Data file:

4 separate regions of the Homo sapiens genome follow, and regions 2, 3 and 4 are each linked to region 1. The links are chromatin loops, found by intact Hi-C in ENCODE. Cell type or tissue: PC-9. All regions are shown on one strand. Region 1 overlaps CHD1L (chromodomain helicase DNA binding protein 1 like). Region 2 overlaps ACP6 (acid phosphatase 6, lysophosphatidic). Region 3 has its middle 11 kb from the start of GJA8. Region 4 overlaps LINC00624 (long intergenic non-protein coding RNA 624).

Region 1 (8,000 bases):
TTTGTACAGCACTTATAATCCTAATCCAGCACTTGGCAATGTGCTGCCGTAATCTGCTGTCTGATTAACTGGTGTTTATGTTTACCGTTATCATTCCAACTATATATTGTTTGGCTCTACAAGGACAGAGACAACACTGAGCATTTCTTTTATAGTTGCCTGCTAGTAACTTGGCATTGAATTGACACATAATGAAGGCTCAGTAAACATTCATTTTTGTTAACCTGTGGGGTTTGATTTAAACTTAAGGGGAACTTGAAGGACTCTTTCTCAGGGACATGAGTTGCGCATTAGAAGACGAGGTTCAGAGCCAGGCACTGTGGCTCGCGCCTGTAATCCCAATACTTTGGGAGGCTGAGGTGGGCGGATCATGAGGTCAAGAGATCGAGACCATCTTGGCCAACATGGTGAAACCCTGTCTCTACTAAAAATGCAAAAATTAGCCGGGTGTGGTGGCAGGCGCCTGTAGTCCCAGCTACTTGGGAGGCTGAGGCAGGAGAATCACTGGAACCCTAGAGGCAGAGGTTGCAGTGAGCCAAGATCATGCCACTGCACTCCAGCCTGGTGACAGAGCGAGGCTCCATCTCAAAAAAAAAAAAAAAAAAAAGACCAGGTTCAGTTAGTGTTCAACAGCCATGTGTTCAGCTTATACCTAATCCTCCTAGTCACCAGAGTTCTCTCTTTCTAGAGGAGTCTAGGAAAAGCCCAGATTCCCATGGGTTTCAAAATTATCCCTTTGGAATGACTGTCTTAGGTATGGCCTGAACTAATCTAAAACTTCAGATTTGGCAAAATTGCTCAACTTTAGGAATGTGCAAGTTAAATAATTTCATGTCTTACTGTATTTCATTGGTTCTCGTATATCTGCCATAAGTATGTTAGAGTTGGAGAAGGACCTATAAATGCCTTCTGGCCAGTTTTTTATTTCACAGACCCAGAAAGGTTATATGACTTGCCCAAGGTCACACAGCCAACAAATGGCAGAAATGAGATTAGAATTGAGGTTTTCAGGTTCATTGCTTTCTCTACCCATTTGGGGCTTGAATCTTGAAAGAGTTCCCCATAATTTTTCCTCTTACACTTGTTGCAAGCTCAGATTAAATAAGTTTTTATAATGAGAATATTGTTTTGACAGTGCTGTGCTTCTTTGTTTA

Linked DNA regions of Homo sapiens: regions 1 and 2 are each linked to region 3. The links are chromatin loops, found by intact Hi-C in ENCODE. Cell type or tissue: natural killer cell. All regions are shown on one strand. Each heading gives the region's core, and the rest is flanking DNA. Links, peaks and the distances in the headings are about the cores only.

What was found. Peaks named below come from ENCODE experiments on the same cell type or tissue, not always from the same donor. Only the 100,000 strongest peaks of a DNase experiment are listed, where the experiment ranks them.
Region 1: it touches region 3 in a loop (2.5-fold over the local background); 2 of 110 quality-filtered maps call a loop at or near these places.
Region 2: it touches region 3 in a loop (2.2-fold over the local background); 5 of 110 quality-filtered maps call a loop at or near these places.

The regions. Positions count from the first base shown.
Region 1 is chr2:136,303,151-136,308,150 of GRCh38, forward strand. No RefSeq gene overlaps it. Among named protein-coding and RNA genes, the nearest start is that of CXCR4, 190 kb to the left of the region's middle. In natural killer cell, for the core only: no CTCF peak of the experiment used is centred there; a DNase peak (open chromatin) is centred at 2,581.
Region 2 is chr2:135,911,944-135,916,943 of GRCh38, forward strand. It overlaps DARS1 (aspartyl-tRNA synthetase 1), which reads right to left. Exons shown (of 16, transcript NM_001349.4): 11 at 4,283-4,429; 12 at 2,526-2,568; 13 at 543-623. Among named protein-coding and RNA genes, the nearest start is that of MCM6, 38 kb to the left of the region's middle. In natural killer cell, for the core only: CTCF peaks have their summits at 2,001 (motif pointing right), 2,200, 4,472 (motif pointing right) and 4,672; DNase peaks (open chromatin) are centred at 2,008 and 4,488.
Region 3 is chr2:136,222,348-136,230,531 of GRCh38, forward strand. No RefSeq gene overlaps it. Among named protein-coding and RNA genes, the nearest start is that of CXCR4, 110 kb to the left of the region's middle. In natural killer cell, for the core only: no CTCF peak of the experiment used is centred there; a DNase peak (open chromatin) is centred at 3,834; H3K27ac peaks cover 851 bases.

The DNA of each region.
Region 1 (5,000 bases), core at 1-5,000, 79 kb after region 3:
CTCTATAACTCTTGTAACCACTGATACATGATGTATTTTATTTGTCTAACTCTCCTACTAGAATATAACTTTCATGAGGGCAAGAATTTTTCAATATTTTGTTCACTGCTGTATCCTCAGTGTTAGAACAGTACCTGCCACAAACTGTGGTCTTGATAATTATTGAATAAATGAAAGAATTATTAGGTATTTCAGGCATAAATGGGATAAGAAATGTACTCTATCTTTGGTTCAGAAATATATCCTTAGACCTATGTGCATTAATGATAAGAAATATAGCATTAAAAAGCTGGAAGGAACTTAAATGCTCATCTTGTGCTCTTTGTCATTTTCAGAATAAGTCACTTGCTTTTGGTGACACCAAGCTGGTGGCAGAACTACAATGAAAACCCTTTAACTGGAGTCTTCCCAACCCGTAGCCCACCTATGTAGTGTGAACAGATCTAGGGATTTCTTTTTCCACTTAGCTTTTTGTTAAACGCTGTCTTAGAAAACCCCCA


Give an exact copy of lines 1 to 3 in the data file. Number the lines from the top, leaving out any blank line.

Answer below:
4 separate regions of the Homo sapiens genome follow, and regions 2, 3 and 4 are each linked to region 1. The links are chromatin loops, found by intact Hi-C in ENCODE. Cell type or tissue: PC-9. All regions are shown on one strand. Region 1 overlaps CHD1L (chromodomain helicase DNA binding protein 1 like). Region 2 overlaps ACP6 (acid phosphatase 6, lysophosphatidic). Region 3 has its middle 11 kb from the start of GJA8. Region 4 overlaps LINC00624 (long intergenic non-protein coding RNA 624).

Region 1 (8,000 bases):
TTTGTACAGCACTTATAATCCTAATCCAGCACTTGGCAATGTGCTGCCGTAATCTGCTGTCTGATTAACTGGTGTTTATGTTTACCGTTATCATTCCAACTATATATTGTTTGGCTCTACAAGGACAGAGACAACACTGAGCATTTCTTTTATAGTTGCCTGCTAGTAACTTGGCATTGAATTGACACATAATGAAGGCTCAGTAAACATTCATTTTTGTTAACCTGTGGGGTTTGATTTAAACTTAAGGGGAACTTGAAGGACTCTTTCTCAGGGACATGAGTTGCGCATTAGAAGACGAGGTTCAGAGCCAGGCACTGTGGCTCGCGCCTGTAATCCCAATACTTTGGGAGGCTGAGGTGGGCGGATCATGAGGTCAAGAGATCGAGACCATCTTGGCCAACATGGTGAAACCCTGTCTCTACTAAAAATGCAAAAATTAGCCGGGTGTGGTGGCAGGCGCCTGTAGTCCCAGCTACTTGGGAGGCTGAGGCAGGAGAATCACTGGAACCCTAGAGGCAGAGGTTGCAGTGAGCCAAGATCATGCCACTGCACTCCAGCCTGGTGACAGAGCGAGGCTCCATCTCAAAAAAAAAAAAAAAAAAAAGACCAGGTTCAGTTAGTGTTCAACAGCCATGTGTTCAGCTTATACCTAATCCTCCTAGTCACCAGAGTTCTCTCTTTCTAGAGGAGTCTAGGAAAAGCCCAGATTCCCATGGGTTTCAAAATTATCCCTTTGGAATGACTGTCTTAGGTATGGCCTGAACTAATCTAAAACTTCAGATTTGGCAAAATTGCTCAACTTTAGGAATGTGCAAGTTAAATAATTTCATGTCTTACTGTATTTCATTGGTTCTCGTATATCTGCCATAAGTATGTTAGAGTTGGAGAAGGACCTATAAATGCCTTCTGGCCAGTTTTTTATTTCACAGACCCAGAAAGGTTATATGACTTGCCCAAGGTCACACAGCCAACAAATGGCAGAAATGAGATTAGAATTGAGGTTTTCAGGTTCATTGCTTTCTCTACCCATTTGGGGCTTGAATCTTGAAAGAGTTCCCCATAATTTTTCCTCTTACACTTGTTGCAAGCTCAGATTAAATAAGTTTTTATAATGAGAATATTGTTTTGACAGTGCTGTGCTTCTTTGTTTA